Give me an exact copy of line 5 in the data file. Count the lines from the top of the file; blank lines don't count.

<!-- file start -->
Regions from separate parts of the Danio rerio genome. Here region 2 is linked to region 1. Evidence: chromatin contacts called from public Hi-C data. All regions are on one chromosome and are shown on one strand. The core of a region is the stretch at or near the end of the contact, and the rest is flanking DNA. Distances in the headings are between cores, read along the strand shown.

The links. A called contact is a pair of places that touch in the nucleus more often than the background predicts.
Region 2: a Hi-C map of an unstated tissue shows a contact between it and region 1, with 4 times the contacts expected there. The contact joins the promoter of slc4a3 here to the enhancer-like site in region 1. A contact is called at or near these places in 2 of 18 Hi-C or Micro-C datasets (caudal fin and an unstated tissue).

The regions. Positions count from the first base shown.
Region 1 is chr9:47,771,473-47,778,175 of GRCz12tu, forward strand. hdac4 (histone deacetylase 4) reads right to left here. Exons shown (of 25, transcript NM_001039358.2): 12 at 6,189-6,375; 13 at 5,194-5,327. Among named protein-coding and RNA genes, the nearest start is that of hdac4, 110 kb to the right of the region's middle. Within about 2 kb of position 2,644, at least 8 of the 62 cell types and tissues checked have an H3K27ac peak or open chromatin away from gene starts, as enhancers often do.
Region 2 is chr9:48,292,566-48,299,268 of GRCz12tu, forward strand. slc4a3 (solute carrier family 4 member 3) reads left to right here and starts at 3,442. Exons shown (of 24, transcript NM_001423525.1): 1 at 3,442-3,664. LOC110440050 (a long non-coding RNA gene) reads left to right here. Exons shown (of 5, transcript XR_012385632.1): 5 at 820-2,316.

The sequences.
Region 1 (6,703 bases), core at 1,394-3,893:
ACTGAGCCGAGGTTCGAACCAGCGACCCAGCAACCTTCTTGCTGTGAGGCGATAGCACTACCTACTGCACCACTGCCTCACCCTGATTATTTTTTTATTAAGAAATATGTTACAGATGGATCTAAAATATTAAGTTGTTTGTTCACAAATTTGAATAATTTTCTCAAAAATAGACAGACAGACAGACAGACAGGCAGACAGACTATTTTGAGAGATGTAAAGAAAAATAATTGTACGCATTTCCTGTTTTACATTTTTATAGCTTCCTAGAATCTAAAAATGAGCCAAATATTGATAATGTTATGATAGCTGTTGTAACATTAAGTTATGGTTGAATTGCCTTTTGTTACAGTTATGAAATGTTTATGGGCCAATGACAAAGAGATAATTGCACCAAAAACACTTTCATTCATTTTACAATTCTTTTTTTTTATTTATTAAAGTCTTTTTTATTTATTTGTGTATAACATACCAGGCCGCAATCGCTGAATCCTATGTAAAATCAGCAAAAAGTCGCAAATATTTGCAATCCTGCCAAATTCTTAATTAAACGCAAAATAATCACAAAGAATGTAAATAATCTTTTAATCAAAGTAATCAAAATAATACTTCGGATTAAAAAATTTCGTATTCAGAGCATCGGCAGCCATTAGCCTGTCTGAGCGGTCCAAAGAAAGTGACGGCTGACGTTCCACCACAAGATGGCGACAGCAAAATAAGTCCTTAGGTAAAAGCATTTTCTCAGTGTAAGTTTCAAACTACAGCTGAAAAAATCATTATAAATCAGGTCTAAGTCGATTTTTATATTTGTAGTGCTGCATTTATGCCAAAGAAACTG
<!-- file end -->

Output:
Region 1 is chr9:47,771,473-47,778,175 of GRCz12tu, forward strand. hdac4 (histone deacetylase 4) reads right to left here. Exons shown (of 25, transcript NM_001039358.2): 12 at 6,189-6,375; 13 at 5,194-5,327. Among named protein-coding and RNA genes, the nearest start is that of hdac4, 110 kb to the right of the region's middle. Within about 2 kb of position 2,644, at least 8 of the 62 cell types and tissues checked have an H3K27ac peak or open chromatin away from gene starts, as enhancers often do.